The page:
There’s loads of climbing or bouldering walls in cities, and each one usually offers social sessions or newbie meet-up events. If you’re lucky enough to live close to some outdoor crags, then check online for local climbing or mountaineering clubs. These groups are usually active and have a calendar of events and newcomer introductory meetings.
Surfing is the activity I find best distracts my brain when I have anxiety, or just need a break from my thoughts. The sea requires all your concentration and effort to read the waves and catch a ride at the right moment. The best part of surfing though, is that you don’t have to be good at it to enjoy it. Rather, it’s those who are the most enthusiastic that get the most enjoyment out of surfing.
Obviously living close to a beach helps, but artificial waves are appearing in more cities! All you need for surfing is a swimsuit, wetsuit and surfboard, and some accessories for those that want to brave cold water surfing. The initial cost for surfing might be pricey, but there are plenty of places to buy second hand gear from – my wetsuit is an ex-rental which I got for £50 from a surf shop in Woolacombe! Surf lessons are definitely needed to learn the ropes, plus they’re a good opportunity to meet like-minded people. After that, surfing is basically free for everyone to enjoy!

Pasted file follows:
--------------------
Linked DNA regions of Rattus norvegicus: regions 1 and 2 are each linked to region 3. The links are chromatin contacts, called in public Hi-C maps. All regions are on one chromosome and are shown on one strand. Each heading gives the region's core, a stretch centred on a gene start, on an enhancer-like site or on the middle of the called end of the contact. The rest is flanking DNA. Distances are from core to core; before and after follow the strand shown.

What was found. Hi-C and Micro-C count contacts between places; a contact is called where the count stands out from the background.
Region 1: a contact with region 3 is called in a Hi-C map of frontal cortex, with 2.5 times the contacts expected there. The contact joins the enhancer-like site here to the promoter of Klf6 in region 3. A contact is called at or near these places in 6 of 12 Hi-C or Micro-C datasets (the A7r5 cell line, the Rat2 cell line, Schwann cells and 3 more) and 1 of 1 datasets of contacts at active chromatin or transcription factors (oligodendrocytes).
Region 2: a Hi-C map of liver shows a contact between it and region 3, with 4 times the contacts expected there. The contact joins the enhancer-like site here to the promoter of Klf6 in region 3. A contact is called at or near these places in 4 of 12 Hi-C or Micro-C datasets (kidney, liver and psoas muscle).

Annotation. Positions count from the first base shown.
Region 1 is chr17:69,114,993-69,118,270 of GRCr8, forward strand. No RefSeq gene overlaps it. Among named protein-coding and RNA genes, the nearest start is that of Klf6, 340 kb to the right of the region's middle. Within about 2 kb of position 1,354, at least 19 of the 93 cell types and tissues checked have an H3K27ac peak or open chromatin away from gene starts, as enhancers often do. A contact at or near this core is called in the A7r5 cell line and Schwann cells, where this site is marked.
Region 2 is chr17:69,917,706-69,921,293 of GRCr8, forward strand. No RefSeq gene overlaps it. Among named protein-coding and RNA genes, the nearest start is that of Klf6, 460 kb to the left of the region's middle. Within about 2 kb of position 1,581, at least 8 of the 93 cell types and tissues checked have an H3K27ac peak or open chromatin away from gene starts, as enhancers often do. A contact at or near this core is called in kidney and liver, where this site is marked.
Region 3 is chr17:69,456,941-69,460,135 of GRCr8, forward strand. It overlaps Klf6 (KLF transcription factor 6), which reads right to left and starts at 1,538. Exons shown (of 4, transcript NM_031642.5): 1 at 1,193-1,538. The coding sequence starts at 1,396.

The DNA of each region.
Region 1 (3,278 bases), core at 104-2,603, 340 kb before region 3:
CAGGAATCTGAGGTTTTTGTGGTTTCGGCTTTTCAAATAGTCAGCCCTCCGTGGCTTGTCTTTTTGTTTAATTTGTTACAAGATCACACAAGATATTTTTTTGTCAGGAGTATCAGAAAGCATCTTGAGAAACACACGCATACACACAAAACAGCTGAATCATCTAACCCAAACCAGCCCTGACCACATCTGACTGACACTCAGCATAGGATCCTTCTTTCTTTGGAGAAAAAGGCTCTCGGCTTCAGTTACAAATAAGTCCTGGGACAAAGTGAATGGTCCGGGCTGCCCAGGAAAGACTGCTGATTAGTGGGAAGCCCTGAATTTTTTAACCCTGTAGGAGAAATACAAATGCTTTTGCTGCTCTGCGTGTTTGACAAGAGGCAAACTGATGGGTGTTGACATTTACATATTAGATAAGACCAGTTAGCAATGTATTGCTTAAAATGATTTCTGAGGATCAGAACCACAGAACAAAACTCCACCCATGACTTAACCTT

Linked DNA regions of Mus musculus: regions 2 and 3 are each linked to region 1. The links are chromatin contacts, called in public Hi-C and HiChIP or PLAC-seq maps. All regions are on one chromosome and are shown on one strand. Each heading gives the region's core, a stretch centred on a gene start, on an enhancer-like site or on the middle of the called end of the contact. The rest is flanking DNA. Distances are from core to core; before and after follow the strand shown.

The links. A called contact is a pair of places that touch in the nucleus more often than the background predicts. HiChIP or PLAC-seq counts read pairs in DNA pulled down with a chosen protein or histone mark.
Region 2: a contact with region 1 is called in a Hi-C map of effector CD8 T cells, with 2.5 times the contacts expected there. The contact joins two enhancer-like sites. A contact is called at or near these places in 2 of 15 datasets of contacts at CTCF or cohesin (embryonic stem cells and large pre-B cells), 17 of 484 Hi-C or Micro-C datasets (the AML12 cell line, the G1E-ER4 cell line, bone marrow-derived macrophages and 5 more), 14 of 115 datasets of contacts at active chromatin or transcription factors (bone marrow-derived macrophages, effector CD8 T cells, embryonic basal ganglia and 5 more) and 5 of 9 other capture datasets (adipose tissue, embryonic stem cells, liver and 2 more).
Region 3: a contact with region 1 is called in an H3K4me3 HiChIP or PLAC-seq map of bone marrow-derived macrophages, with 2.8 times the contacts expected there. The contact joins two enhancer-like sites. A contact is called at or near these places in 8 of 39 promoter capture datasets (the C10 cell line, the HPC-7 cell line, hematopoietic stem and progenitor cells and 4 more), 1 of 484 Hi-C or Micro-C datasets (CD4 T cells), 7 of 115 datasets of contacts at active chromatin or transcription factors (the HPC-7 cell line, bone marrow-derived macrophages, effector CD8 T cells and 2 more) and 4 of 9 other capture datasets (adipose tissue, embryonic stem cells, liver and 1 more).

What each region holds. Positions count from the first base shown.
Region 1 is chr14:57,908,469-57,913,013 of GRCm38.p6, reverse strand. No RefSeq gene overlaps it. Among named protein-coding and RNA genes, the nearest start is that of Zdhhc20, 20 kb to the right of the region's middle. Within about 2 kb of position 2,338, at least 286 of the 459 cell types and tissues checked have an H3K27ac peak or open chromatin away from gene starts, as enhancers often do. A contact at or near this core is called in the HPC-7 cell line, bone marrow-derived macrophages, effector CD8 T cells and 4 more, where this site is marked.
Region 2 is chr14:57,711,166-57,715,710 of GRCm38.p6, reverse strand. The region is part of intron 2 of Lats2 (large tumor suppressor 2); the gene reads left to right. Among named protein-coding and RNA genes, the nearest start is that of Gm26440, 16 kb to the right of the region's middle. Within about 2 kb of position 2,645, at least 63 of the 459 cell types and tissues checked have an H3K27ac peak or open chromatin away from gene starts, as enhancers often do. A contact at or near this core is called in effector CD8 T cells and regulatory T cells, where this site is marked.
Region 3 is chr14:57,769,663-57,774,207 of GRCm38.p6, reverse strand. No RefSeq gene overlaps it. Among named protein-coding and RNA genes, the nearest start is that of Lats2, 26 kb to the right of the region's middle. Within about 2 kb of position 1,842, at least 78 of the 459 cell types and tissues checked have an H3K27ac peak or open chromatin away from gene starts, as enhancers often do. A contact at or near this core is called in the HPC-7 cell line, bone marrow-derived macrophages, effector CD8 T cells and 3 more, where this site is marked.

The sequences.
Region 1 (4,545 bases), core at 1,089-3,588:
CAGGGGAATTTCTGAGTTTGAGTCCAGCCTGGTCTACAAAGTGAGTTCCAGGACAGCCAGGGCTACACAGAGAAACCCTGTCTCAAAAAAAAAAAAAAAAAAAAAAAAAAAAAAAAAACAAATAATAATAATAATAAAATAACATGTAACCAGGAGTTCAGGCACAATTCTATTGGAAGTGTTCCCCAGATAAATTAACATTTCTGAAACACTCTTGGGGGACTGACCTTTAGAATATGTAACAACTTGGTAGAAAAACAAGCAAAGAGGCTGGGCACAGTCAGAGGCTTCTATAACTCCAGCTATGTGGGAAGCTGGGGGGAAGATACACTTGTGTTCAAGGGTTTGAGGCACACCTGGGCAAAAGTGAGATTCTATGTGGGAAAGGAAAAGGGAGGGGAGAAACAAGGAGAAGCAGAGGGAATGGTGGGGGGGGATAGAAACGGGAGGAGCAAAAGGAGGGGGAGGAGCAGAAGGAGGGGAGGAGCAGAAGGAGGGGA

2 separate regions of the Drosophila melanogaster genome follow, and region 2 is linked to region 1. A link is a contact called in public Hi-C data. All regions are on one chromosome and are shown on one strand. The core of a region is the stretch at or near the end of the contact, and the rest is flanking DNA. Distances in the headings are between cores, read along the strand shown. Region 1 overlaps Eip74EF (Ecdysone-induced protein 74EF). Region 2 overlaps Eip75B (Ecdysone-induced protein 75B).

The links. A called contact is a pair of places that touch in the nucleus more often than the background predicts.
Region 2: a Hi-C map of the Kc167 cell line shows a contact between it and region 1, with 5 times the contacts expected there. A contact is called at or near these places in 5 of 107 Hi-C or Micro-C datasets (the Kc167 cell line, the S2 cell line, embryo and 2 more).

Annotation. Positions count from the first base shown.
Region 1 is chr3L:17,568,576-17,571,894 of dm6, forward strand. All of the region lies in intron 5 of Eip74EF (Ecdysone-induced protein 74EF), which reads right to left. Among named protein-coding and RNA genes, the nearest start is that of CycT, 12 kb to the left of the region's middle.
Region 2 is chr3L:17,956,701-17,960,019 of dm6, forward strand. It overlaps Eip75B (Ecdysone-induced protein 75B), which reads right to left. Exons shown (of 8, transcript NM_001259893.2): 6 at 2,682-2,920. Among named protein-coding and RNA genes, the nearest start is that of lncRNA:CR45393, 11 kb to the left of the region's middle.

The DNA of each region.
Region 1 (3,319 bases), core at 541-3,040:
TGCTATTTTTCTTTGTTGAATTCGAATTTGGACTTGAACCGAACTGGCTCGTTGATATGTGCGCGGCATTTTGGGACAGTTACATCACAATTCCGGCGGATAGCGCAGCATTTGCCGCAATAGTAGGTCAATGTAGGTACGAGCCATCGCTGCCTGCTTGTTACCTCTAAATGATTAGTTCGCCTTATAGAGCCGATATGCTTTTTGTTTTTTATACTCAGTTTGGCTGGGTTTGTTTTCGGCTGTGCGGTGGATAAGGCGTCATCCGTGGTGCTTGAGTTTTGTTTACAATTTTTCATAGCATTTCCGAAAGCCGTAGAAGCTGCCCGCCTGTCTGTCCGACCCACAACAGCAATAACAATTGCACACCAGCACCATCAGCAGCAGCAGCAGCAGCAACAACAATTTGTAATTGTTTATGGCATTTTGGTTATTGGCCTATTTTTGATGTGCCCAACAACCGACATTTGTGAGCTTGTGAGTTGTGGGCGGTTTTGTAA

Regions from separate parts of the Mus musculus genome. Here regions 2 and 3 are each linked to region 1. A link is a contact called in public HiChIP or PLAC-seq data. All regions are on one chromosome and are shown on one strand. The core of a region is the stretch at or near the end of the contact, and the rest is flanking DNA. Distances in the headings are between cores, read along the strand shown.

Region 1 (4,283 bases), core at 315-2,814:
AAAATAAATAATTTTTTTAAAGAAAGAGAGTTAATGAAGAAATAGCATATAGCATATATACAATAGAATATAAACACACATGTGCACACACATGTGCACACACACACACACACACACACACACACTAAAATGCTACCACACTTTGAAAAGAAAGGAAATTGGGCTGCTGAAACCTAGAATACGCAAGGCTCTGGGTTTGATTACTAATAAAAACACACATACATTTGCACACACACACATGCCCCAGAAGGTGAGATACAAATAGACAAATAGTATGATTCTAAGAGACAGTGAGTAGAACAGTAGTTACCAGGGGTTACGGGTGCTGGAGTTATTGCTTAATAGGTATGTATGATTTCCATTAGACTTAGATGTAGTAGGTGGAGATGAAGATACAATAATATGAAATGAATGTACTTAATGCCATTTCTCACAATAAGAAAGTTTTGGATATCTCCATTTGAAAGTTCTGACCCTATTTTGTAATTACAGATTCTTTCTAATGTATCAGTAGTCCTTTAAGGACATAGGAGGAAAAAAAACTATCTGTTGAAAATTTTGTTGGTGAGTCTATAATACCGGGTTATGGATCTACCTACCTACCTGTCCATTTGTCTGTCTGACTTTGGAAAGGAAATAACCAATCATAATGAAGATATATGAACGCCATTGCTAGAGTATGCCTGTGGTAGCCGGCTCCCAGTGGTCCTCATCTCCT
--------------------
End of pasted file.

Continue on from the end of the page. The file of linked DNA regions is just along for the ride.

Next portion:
There’s something calming about gardening; perhaps it’s caring for something else or the attention needed to the tasks at hand. Either way, the outdoors doesn’t need to be extreme to be serene.
For city dwellers, having your own green space isn’t always an option. However parks and local environmental charities frequently offer volunteering opportunities, or you can grow a small collection of plants on a balcony or windowsill.
Whether it’s trails or tracks, running can help you put distance between yourself and your stress. Running gives you freedom to go wherever you want, whenever you want, for however long you like. It’s inexpensive and anyone can do it. Running is one of the most inclusive sports you can try.
The biggest costs for getting into running is a decent pair of running shoes, and a good sports bra. Scrimping on either can result in injuries, or achy boobs.